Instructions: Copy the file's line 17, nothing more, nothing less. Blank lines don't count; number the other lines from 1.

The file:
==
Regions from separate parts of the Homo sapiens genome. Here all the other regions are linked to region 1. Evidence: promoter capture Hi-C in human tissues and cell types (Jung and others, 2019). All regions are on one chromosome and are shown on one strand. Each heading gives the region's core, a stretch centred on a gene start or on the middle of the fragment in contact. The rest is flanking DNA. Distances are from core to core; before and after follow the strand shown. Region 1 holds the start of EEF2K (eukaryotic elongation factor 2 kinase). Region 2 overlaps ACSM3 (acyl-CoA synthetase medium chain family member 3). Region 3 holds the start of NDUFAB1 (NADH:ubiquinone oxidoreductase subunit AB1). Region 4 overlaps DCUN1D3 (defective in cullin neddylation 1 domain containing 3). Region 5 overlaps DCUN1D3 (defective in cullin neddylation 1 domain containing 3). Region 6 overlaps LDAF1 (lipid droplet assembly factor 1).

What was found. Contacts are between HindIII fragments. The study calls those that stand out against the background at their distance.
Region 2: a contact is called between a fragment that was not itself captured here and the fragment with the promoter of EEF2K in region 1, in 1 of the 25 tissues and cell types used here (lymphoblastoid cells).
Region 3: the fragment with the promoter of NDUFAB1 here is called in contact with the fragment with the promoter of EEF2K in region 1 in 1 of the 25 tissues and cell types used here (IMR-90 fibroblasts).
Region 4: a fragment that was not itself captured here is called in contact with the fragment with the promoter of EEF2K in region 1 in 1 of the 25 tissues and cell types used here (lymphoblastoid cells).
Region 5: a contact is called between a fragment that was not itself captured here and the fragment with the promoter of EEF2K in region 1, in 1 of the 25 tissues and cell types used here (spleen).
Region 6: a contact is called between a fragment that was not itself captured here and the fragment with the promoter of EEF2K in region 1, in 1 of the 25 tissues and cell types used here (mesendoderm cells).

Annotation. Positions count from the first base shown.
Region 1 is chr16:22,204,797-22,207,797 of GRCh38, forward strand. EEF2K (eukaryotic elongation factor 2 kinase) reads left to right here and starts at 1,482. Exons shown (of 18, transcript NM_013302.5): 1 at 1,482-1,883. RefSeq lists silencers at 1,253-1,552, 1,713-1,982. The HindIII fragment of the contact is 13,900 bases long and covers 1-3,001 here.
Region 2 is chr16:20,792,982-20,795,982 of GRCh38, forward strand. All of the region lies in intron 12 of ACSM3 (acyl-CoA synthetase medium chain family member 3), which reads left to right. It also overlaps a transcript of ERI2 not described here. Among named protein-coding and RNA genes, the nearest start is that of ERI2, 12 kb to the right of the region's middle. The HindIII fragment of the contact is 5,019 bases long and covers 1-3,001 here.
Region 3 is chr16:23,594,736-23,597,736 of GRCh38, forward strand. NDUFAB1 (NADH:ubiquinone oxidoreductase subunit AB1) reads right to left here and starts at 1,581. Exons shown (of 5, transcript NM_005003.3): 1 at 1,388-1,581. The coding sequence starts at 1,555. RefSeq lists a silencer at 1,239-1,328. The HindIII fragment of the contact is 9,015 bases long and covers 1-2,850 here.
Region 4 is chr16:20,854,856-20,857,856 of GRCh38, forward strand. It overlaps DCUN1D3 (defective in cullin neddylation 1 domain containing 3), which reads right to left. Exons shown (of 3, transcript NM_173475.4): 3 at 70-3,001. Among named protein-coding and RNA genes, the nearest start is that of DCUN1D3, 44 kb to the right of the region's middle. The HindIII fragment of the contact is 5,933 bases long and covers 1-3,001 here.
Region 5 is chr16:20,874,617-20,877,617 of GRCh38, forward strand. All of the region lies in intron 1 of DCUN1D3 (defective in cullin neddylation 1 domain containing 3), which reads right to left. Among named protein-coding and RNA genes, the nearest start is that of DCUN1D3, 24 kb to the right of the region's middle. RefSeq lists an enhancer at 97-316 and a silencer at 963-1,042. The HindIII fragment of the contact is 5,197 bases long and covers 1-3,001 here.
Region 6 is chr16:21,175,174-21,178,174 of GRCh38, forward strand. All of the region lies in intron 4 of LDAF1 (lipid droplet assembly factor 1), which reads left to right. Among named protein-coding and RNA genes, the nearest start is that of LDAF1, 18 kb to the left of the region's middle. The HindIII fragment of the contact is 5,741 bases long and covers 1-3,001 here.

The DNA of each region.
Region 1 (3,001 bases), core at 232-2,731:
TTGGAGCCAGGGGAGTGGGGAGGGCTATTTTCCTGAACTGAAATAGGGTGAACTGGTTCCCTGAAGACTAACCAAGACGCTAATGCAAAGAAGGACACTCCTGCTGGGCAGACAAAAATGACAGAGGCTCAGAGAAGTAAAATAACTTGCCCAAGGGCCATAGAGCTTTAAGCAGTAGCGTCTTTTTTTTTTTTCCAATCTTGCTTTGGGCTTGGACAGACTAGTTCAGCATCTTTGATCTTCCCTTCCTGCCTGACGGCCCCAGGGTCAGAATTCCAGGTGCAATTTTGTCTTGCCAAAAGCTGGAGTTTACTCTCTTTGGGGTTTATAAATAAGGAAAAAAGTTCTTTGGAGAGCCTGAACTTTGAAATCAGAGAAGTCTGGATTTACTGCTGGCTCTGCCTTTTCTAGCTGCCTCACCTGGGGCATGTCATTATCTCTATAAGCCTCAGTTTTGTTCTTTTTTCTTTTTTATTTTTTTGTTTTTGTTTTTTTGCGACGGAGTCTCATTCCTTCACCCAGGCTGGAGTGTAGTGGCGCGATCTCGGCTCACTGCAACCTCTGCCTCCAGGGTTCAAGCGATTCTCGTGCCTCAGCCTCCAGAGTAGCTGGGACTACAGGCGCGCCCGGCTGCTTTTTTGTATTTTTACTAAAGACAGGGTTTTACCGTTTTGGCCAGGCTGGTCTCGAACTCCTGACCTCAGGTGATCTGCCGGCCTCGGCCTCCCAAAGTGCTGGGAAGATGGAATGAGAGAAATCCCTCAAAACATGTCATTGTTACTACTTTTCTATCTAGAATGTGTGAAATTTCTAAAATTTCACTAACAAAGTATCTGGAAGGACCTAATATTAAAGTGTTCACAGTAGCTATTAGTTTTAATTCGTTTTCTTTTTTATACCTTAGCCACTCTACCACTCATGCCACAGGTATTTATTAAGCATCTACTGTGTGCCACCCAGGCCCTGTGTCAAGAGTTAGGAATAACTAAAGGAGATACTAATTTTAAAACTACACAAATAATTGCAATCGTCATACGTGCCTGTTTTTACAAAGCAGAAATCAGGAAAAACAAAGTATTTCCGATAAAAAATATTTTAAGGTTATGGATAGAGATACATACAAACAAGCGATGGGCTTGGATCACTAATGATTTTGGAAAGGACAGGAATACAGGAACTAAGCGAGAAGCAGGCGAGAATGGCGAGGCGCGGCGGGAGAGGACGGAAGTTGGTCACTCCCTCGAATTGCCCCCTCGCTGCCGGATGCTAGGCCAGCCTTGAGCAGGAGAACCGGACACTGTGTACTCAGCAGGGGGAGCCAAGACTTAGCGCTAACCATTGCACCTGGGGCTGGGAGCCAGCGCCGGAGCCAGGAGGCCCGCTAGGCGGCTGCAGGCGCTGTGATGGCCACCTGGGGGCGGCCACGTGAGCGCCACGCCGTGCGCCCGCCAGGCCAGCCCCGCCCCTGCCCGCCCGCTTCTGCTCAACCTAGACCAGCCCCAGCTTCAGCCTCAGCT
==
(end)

TTGGAGCCAGGGGAGTGGGGAGGGCTATTTTCCTGAACTGAAATAGGGTGAACTGGTTCCCTGAAGACTAACCAAGACGCTAATGCAAAGAAGGACACTCCTGCTGGGCAGACAAAAATGACAGAGGCTCAGAGAAGTAAAATAACTTGCCCAAGGGCCATAGAGCTTTAAGCAGTAGCGTCTTTTTTTTTTTTCCAATCTTGCTTTGGGCTTGGACAGACTAGTTCAGCATCTTTGATCTTCCCTTCCTGCCTGACGGCCCCAGGGTCAGAATTCCAGGTGCAATTTTGTCTTGCCAAAAGCTGGAGTTTACTCTCTTTGGGGTTTATAAATAAGGAAAAAAGTTCTTTGGAGAGCCTGAACTTTGAAATCAGAGAAGTCTGGATTTACTGCTGGCTCTGCCTTTTCTAGCTGCCTCACCTGGGGCATGTCATTATCTCTATAAGCCTCAGTTTTGTTCTTTTTTCTTTTTTATTTTTTTGTTTTTGTTTTTTTGCGACGGAGTCTCATTCCTTCACCCAGGCTGGAGTGTAGTGGCGCGATCTCGGCTCACTGCAACCTCTGCCTCCAGGGTTCAAGCGATTCTCGTGCCTCAGCCTCCAGAGTAGCTGGGACTACAGGCGCGCCCGGCTGCTTTTTTGTATTTTTACTAAAGACAGGGTTTTACCGTTTTGGCCAGGCTGGTCTCGAACTCCTGACCTCAGGTGATCTGCCGGCCTCGGCCTCCCAAAGTGCTGGGAAGATGGAATGAGAGAAATCCCTCAAAACATGTCATTGTTACTACTTTTCTATCTAGAATGTGTGAAATTTCTAAAATTTCACTAACAAAGTATCTGGAAGGACCTAATATTAAAGTGTTCACAGTAGCTATTAGTTTTAATTCGTTTTCTTTTTTATACCTTAGCCACTCTACCACTCATGCCACAGGTATTTATTAAGCATCTACTGTGTGCCACCCAGGCCCTGTGTCAAGAGTTAGGAATAACTAAAGGAGATACTAATTTTAAAACTACACAAATAATTGCAATCGTCATACGTGCCTGTTTTTACAAAGCAGAAATCAGGAAAAACAAAGTATTTCCGATAAAAAATATTTTAAGGTTATGGATAGAGATACATACAAACAAGCGATGGGCTTGGATCACTAATGATTTTGGAAAGGACAGGAATACAGGAACTAAGCGAGAAGCAGGCGAGAATGGCGAGGCGCGGCGGGAGAGGACGGAAGTTGGTCACTCCCTCGAATTGCCCCCTCGCTGCCGGATGCTAGGCCAGCCTTGAGCAGGAGAACCGGACACTGTGTACTCAGCAGGGGGAGCCAAGACTTAGCGCTAACCATTGCACCTGGGGCTGGGAGCCAGCGCCGGAGCCAGGAGGCCCGCTAGGCGGCTGCAGGCGCTGTGATGGCCACCTGGGGGCGGCCACGTGAGCGCCACGCCGTGCGCCCGCCAGGCCAGCCCCGCCCCTGCCCGCCCGCTTCTGCTCAACCTAGACCAGCCCCAGCTTCAGCCTCAGCT